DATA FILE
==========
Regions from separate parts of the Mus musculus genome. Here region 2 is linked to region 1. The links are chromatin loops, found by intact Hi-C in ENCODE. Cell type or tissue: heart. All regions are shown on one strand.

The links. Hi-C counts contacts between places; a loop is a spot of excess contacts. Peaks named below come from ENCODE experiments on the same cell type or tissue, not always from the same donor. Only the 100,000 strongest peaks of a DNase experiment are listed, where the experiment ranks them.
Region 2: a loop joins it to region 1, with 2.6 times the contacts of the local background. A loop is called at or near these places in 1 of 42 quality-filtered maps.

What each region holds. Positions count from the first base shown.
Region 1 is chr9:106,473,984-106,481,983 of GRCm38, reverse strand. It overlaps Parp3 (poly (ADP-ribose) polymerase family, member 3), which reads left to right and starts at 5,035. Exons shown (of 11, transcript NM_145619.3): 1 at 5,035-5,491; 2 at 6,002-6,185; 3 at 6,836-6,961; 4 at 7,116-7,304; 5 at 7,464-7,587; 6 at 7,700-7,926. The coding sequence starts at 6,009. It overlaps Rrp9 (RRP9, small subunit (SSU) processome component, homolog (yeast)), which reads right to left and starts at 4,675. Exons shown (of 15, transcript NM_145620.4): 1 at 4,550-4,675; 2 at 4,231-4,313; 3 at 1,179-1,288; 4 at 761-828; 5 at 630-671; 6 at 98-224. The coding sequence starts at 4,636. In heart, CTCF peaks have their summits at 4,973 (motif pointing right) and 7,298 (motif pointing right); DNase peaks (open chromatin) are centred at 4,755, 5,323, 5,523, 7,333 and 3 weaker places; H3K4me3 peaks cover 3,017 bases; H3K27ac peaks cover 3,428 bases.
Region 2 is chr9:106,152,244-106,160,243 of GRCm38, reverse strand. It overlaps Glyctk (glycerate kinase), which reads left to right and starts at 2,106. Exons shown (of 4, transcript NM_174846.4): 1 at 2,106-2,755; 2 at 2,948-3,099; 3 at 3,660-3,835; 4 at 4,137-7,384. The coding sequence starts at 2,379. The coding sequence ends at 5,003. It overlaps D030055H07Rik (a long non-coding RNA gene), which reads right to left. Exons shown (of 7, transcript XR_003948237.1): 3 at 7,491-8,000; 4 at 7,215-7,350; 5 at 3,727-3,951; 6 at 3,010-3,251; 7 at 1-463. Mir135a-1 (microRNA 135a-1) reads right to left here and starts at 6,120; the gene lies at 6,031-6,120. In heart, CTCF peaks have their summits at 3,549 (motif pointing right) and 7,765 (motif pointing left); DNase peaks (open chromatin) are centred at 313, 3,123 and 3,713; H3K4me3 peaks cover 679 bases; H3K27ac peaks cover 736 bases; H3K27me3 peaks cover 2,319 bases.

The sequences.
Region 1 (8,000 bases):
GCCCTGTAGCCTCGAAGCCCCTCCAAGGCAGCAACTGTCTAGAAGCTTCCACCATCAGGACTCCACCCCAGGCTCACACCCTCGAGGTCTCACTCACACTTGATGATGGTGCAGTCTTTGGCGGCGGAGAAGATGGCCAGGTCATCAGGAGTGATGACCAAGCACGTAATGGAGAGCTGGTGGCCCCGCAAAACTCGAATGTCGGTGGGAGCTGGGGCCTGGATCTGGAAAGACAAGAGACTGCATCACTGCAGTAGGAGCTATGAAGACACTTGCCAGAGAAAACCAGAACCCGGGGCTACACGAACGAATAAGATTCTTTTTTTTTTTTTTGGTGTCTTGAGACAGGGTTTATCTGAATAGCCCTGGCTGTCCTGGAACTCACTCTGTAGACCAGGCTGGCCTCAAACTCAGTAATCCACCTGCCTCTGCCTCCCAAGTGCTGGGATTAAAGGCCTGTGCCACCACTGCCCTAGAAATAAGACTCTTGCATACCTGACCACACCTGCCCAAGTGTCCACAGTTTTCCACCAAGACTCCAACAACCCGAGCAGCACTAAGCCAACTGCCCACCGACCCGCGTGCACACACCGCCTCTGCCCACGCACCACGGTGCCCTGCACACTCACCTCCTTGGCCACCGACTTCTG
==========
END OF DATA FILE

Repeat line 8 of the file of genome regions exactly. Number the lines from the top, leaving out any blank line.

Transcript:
Region 1 (8,000 bases):